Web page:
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Paru le La Lettre AFC n°150 Autres formats

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With Charlotte Rampling, Karen Young, Louise Portal, Ménothy Cesar

The film is set in Haiti in the 1980s. Three mature ladies are on holiday in a hotel located on a magnificent beach not far from Port-au-Prince. A number of youths drift around this tropical Garden of Eden, ready to exchange their charm and tender loving for a few dollars. (...)

In L’Emploi du temps, Laurent’s previous film, we worked on the images, making them darker, we tended to under-expose and bring the main character out of the darkness using as few lighting effects as possible. I remember working on a session of video rushes where the only thing visible on the screen of the monitor was the reflection of our own faces peering into the darkness of the image. The shots had to be printed on 35 mm film to gauge the worth of our work.

On this film, we did exactly the opposite. We had to try and tame the dazzling brightness of the Caribbean sunshine, the strong contrasts it imposed and above all, we had to work with the very light skin of the actresses alongside the very dark skin of the Haitians. We shot tests on site and I opted for the new Vision 200T which gave a very soft contrast, bearing in mind that I could under-develop it for certain particularly stark scenes in terms of contrast. Once I saw the trials, I decided not to light the Haitians any more than the white actors. However, I did try a polarising lens on the dark skins and I found I could attain either a “chocolate” or a bluish hue, but this all became very complicated when we wanted to show a cloudy sky in the background.

Part of the film was to be shot in Haiti and Laurent wanted us to be as light and flexible as possible. At his request, we did a comparison between Super 16 film that was scanned and digitally graded and 35mm film. The choice was made in just a few seconds when these comparisons were screened. The 35mm gave us more room for manoeuvre, especially under virtually documentary conditions which was what we had in Port-au-Prince. In the end, we only filmed for one week in Haiti because political events prevented us from staying longer. The rest of the film was shot in the Dominican Republic. During shooting, the weather was appalling with lots of rain, cloudy skies and strong winds that nearly blew the décor away. The sunny image that we had imagined for the film turned into something more subtle. Finally, the grey skies and the white light lend a particular atmosphere to the film which is quite melancholic. The photographic process then became more interesting compared to the Caribbean, more unexpected.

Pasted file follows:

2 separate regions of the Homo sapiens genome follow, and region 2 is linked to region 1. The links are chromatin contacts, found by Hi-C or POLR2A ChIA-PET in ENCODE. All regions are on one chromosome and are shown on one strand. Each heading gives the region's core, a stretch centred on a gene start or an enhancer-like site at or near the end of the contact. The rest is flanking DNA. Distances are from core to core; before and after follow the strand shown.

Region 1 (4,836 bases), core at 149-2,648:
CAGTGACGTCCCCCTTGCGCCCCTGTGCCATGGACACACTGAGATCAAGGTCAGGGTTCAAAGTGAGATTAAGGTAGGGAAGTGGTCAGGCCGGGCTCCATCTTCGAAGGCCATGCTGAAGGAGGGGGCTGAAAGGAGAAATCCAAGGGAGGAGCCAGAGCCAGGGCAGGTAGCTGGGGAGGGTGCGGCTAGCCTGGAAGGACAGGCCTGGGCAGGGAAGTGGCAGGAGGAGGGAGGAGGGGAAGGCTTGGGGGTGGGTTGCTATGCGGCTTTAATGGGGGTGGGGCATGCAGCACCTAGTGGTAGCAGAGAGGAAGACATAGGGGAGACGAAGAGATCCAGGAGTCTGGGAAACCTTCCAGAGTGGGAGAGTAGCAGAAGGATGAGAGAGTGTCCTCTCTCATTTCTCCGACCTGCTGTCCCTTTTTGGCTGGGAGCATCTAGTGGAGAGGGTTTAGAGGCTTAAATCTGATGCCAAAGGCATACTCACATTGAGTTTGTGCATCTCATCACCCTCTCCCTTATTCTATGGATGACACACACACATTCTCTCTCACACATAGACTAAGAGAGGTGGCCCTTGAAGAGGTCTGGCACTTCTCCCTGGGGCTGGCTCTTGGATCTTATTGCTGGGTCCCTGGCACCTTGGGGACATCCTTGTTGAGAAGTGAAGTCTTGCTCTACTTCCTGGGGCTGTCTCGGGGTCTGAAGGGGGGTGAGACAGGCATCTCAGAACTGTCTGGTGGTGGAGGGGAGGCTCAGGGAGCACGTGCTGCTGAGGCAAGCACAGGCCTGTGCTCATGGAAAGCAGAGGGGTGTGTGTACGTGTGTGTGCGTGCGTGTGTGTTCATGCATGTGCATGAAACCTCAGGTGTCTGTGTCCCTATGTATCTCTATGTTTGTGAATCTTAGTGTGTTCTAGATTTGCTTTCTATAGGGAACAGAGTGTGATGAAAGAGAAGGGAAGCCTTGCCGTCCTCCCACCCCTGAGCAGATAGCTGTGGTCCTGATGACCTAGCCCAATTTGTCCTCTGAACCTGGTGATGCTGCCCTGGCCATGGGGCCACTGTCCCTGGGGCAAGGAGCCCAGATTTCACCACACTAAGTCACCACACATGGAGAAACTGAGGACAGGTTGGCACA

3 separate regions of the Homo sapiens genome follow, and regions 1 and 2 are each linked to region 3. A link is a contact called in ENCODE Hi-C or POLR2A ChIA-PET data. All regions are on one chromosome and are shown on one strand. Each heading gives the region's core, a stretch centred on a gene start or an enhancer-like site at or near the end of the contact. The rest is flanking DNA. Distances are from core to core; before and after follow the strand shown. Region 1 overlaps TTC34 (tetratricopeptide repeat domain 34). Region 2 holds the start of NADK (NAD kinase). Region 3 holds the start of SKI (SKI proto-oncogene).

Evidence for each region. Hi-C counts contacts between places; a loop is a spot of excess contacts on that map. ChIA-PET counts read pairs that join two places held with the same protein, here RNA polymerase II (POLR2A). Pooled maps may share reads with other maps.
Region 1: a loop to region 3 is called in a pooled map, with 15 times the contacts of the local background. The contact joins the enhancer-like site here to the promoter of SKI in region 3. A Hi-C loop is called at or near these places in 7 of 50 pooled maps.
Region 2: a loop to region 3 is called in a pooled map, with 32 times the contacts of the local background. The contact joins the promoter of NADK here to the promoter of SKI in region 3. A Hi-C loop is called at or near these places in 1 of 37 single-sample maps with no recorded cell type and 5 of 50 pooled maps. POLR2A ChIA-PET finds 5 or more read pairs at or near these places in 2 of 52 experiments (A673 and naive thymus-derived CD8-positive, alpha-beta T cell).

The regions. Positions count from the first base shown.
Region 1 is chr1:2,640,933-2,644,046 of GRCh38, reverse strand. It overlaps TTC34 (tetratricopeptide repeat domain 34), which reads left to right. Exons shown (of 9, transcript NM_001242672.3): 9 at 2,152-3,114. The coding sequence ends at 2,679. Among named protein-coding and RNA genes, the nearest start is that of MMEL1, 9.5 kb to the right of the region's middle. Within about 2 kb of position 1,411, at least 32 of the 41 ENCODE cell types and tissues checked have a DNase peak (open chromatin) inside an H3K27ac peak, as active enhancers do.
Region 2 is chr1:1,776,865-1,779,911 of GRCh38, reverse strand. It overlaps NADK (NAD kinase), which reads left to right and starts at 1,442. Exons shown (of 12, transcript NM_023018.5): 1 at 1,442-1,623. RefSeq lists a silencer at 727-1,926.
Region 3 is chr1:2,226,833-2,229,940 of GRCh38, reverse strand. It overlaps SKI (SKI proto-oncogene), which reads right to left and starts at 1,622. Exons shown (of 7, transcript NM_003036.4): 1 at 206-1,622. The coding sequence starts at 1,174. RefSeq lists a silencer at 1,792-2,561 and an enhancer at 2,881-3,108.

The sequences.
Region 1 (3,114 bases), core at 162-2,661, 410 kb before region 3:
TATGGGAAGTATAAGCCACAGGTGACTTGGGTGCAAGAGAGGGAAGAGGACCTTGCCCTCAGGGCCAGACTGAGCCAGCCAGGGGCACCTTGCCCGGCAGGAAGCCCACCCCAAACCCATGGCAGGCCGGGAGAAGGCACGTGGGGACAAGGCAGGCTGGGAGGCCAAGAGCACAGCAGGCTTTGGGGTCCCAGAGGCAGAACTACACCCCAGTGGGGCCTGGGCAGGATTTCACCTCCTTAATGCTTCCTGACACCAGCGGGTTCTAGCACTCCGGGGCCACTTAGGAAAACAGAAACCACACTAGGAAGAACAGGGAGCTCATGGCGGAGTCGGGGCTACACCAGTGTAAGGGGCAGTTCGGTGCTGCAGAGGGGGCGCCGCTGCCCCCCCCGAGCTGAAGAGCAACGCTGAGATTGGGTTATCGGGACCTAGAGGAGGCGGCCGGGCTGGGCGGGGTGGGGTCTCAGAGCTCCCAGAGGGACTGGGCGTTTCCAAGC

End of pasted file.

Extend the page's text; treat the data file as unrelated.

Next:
The film was shot using a Moviecam Compact and an Aaton 35 with a Cooke S4 series lens.
Processed by Éclair Laboratories, graders Alain Guarda and Frédéric Casnin.


Film stock : Kodak Vision2 200T
Camera : Moviecam Compact and Aaton 35mm
Lenses : Cooke S4 Serie
Laboratories : Eclair Laboratoires, Paris
Graders : Alain Guarda and Frédéric Casnin